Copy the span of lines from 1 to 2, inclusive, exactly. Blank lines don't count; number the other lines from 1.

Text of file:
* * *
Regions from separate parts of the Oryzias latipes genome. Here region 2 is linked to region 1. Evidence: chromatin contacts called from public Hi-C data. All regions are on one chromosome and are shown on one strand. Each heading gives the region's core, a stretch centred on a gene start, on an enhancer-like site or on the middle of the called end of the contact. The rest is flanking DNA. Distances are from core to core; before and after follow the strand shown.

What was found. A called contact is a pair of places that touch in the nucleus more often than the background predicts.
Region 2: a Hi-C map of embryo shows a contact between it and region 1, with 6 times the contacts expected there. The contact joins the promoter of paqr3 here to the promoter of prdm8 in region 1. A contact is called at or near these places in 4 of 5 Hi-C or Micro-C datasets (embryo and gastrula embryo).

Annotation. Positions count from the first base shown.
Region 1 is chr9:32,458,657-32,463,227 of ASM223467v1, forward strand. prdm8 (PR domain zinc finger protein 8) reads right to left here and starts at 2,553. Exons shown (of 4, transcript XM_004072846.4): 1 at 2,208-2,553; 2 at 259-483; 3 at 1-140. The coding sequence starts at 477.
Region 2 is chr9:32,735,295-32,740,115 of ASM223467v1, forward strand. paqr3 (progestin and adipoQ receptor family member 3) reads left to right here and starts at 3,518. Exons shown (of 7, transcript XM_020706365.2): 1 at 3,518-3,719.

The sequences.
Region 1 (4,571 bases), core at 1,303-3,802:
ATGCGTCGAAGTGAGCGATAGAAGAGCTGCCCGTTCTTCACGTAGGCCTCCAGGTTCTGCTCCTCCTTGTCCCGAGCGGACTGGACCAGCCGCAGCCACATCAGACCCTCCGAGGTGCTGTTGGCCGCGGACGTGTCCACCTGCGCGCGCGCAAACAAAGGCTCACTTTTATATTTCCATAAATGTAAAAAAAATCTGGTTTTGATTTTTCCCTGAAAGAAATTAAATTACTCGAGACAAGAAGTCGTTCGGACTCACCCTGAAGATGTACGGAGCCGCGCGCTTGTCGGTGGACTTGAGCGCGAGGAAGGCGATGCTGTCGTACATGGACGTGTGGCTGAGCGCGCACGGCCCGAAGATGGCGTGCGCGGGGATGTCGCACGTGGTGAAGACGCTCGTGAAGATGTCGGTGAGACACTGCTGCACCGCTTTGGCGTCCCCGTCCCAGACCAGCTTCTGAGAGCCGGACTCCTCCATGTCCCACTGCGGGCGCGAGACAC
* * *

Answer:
Regions from separate parts of the Oryzias latipes genome. Here region 2 is linked to region 1. Evidence: chromatin contacts called from public Hi-C data. All regions are on one chromosome and are shown on one strand. Each heading gives the region's core, a stretch centred on a gene start, on an enhancer-like site or on the middle of the called end of the contact. The rest is flanking DNA. Distances are from core to core; before and after follow the strand shown.

What was found. A called contact is a pair of places that touch in the nucleus more often than the background predicts.